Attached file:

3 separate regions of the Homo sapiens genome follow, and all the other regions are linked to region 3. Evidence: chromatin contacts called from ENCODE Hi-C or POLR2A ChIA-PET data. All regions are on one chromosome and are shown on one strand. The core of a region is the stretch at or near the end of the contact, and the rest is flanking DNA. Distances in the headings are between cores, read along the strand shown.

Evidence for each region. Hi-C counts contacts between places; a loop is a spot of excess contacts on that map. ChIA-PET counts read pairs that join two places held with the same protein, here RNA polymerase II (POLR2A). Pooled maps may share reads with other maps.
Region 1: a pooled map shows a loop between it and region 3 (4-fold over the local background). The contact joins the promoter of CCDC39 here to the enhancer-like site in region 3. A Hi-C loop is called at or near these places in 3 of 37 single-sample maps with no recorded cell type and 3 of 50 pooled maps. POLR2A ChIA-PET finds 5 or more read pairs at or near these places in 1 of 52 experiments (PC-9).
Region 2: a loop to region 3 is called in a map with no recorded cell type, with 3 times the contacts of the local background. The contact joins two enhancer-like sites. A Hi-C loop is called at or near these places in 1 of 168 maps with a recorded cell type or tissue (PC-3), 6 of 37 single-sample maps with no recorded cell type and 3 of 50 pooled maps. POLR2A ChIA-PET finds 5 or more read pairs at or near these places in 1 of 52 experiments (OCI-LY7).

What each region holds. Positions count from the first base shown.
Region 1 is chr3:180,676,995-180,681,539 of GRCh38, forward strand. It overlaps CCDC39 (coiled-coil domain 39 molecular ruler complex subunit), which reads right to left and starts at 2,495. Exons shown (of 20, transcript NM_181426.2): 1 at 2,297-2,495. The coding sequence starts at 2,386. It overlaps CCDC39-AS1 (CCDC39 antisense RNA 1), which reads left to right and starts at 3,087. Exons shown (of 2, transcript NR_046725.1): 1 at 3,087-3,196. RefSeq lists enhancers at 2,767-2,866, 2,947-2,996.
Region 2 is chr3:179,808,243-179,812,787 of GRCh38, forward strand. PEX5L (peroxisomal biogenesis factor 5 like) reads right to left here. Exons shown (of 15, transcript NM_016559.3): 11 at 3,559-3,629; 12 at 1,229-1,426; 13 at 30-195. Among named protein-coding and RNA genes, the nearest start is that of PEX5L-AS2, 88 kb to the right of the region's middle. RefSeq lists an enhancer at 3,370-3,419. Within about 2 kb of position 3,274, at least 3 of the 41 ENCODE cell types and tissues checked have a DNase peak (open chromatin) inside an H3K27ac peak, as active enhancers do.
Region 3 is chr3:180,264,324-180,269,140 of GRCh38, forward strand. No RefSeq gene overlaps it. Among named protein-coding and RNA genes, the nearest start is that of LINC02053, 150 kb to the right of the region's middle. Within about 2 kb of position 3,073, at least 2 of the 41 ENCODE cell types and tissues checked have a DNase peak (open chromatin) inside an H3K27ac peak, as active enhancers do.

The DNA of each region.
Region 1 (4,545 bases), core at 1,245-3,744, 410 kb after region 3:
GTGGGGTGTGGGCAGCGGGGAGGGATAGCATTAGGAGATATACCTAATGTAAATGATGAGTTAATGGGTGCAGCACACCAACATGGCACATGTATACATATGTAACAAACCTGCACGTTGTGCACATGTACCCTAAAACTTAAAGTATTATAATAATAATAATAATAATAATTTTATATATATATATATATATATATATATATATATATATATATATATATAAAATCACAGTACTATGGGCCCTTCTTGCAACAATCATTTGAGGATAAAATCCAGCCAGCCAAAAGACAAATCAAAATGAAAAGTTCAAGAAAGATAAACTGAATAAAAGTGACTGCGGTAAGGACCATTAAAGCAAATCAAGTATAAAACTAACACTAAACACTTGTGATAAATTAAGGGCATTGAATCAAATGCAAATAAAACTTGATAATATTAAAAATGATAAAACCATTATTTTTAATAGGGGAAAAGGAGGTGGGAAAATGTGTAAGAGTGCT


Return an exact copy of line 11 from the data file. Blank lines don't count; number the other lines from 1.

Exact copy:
GTGGGGTGTGGGCAGCGGGGAGGGATAGCATTAGGAGATATACCTAATGTAAATGATGAGTTAATGGGTGCAGCACACCAACATGGCACATGTATACATATGTAACAAACCTGCACGTTGTGCACATGTACCCTAAAACTTAAAGTATTATAATAATAATAATAATAATAATTTTATATATATATATATATATATATATATATATATATATATATATATATAAAATCACAGTACTATGGGCCCTTCTTGCAACAATCATTTGAGGATAAAATCCAGCCAGCCAAAAGACAAATCAAAATGAAAAGTTCAAGAAAGATAAACTGAATAAAAGTGACTGCGGTAAGGACCATTAAAGCAAATCAAGTATAAAACTAACACTAAACACTTGTGATAAATTAAGGGCATTGAATCAAATGCAAATAAAACTTGATAATATTAAAAATGATAAAACCATTATTTTTAATAGGGGAAAAGGAGGTGGGAAAATGTGTAAGAGTGCT